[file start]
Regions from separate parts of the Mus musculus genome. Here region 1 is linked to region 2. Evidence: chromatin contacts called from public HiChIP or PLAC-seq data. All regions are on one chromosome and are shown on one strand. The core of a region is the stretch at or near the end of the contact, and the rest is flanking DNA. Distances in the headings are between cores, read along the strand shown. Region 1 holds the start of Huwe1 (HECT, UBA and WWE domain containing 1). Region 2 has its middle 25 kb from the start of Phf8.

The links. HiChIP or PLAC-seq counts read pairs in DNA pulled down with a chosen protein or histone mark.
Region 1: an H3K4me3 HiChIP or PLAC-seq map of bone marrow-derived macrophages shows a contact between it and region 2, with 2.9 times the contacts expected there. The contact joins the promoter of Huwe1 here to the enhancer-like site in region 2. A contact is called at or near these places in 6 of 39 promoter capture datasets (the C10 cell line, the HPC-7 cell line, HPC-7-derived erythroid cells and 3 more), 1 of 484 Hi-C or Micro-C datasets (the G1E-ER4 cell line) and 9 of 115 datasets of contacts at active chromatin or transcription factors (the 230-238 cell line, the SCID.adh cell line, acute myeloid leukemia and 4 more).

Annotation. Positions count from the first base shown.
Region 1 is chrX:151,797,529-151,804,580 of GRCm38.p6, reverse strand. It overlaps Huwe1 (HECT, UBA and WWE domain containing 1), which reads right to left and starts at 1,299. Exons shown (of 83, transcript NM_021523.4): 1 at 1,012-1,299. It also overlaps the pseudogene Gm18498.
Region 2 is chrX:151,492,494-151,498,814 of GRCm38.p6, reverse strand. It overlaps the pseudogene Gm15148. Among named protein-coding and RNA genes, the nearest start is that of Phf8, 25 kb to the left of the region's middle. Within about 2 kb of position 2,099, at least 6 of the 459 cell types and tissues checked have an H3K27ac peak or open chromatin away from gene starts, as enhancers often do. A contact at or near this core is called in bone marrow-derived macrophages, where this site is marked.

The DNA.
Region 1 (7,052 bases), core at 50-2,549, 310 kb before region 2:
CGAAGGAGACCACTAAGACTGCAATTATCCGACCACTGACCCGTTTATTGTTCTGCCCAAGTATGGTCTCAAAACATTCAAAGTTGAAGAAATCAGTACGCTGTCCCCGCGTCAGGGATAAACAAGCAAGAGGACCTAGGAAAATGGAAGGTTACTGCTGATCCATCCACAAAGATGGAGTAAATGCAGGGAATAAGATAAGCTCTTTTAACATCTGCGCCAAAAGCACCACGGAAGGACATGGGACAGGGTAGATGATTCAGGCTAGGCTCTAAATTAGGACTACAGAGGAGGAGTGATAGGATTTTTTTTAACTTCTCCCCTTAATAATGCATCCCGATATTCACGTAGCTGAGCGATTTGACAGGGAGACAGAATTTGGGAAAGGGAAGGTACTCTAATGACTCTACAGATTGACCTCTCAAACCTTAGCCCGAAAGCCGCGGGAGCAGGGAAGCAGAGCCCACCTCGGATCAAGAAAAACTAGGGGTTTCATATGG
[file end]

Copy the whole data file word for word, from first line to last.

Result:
Regions from separate parts of the Mus musculus genome. Here region 1 is linked to region 2. Evidence: chromatin contacts called from public HiChIP or PLAC-seq data. All regions are on one chromosome and are shown on one strand. The core of a region is the stretch at or near the end of the contact, and the rest is flanking DNA. Distances in the headings are between cores, read along the strand shown. Region 1 holds the start of Huwe1 (HECT, UBA and WWE domain containing 1). Region 2 has its middle 25 kb from the start of Phf8.

The links. HiChIP or PLAC-seq counts read pairs in DNA pulled down with a chosen protein or histone mark.
Region 1: an H3K4me3 HiChIP or PLAC-seq map of bone marrow-derived macrophages shows a contact between it and region 2, with 2.9 times the contacts expected there. The contact joins the promoter of Huwe1 here to the enhancer-like site in region 2. A contact is called at or near these places in 6 of 39 promoter capture datasets (the C10 cell line, the HPC-7 cell line, HPC-7-derived erythroid cells and 3 more), 1 of 484 Hi-C or Micro-C datasets (the G1E-ER4 cell line) and 9 of 115 datasets of contacts at active chromatin or transcription factors (the 230-238 cell line, the SCID.adh cell line, acute myeloid leukemia and 4 more).

Annotation. Positions count from the first base shown.
Region 1 is chrX:151,797,529-151,804,580 of GRCm38.p6, reverse strand. It overlaps Huwe1 (HECT, UBA and WWE domain containing 1), which reads right to left and starts at 1,299. Exons shown (of 83, transcript NM_021523.4): 1 at 1,012-1,299. It also overlaps the pseudogene Gm18498.
Region 2 is chrX:151,492,494-151,498,814 of GRCm38.p6, reverse strand. It overlaps the pseudogene Gm15148. Among named protein-coding and RNA genes, the nearest start is that of Phf8, 25 kb to the left of the region's middle. Within about 2 kb of position 2,099, at least 6 of the 459 cell types and tissues checked have an H3K27ac peak or open chromatin away from gene starts, as enhancers often do. A contact at or near this core is called in bone marrow-derived macrophages, where this site is marked.

The DNA.
Region 1 (7,052 bases), core at 50-2,549, 310 kb before region 2:
CGAAGGAGACCACTAAGACTGCAATTATCCGACCACTGACCCGTTTATTGTTCTGCCCAAGTATGGTCTCAAAACATTCAAAGTTGAAGAAATCAGTACGCTGTCCCCGCGTCAGGGATAAACAAGCAAGAGGACCTAGGAAAATGGAAGGTTACTGCTGATCCATCCACAAAGATGGAGTAAATGCAGGGAATAAGATAAGCTCTTTTAACATCTGCGCCAAAAGCACCACGGAAGGACATGGGACAGGGTAGATGATTCAGGCTAGGCTCTAAATTAGGACTACAGAGGAGGAGTGATAGGATTTTTTTTAACTTCTCCCCTTAATAATGCATCCCGATATTCACGTAGCTGAGCGATTTGACAGGGAGACAGAATTTGGGAAAGGGAAGGTACTCTAATGACTCTACAGATTGACCTCTCAAACCTTAGCCCGAAAGCCGCGGGAGCAGGGAAGCAGAGCCCACCTCGGATCAAGAAAAACTAGGGGTTTCATATGG